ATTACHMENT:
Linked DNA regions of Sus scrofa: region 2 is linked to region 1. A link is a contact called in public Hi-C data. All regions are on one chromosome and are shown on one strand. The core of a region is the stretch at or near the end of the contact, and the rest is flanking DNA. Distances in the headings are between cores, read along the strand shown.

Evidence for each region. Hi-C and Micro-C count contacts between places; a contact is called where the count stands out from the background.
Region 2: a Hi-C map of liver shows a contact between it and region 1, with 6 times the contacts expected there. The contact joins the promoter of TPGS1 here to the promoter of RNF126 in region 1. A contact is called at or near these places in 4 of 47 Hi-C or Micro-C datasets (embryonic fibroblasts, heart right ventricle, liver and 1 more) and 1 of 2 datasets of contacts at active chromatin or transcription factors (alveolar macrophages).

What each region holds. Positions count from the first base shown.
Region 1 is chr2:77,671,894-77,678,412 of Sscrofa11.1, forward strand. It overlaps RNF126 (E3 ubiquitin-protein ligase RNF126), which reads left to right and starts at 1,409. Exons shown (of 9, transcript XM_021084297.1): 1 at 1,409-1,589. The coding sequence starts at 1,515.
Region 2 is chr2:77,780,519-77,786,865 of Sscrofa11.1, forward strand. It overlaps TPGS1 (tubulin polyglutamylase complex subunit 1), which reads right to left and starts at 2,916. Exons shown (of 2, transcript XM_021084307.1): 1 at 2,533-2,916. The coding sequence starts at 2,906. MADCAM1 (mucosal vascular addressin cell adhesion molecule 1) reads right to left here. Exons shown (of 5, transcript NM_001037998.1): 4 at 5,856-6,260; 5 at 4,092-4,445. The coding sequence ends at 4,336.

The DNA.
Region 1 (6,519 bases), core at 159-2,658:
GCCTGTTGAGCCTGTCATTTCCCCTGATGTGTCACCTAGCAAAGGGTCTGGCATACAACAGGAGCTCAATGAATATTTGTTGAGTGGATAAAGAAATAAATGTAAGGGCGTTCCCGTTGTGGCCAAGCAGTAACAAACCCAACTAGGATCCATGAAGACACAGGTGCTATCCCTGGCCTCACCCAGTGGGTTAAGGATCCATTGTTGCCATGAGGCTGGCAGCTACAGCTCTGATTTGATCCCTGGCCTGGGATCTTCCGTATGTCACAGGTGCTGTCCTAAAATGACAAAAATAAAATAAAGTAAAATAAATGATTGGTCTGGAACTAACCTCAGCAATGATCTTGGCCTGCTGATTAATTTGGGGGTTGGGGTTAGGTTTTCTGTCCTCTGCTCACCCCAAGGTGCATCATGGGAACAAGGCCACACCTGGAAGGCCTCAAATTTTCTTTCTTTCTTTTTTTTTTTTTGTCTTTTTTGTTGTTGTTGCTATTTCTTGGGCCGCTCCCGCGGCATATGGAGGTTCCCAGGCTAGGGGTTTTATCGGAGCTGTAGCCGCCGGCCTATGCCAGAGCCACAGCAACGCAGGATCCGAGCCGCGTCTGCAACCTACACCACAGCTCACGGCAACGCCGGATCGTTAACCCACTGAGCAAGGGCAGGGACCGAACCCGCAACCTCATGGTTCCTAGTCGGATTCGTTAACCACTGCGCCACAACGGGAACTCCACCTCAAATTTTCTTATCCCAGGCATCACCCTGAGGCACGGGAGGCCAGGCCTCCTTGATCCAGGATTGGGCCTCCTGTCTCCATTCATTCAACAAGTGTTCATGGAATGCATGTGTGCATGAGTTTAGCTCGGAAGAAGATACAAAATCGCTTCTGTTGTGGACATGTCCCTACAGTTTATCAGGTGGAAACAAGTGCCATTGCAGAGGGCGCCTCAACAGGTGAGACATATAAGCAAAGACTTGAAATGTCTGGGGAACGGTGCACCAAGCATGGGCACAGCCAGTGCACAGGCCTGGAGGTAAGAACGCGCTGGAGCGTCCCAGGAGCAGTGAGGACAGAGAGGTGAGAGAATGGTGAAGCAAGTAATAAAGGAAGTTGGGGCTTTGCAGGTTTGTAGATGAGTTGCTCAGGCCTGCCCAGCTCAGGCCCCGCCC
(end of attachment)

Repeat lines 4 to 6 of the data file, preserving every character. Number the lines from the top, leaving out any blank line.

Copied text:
What each region holds. Positions count from the first base shown.
Region 1 is chr2:77,671,894-77,678,412 of Sscrofa11.1, forward strand. It overlaps RNF126 (E3 ubiquitin-protein ligase RNF126), which reads left to right and starts at 1,409. Exons shown (of 9, transcript XM_021084297.1): 1 at 1,409-1,589. The coding sequence starts at 1,515.
Region 2 is chr2:77,780,519-77,786,865 of Sscrofa11.1, forward strand. It overlaps TPGS1 (tubulin polyglutamylase complex subunit 1), which reads right to left and starts at 2,916. Exons shown (of 2, transcript XM_021084307.1): 1 at 2,533-2,916. The coding sequence starts at 2,906. MADCAM1 (mucosal vascular addressin cell adhesion molecule 1) reads right to left here. Exons shown (of 5, transcript NM_001037998.1): 4 at 5,856-6,260; 5 at 4,092-4,445. The coding sequence ends at 4,336.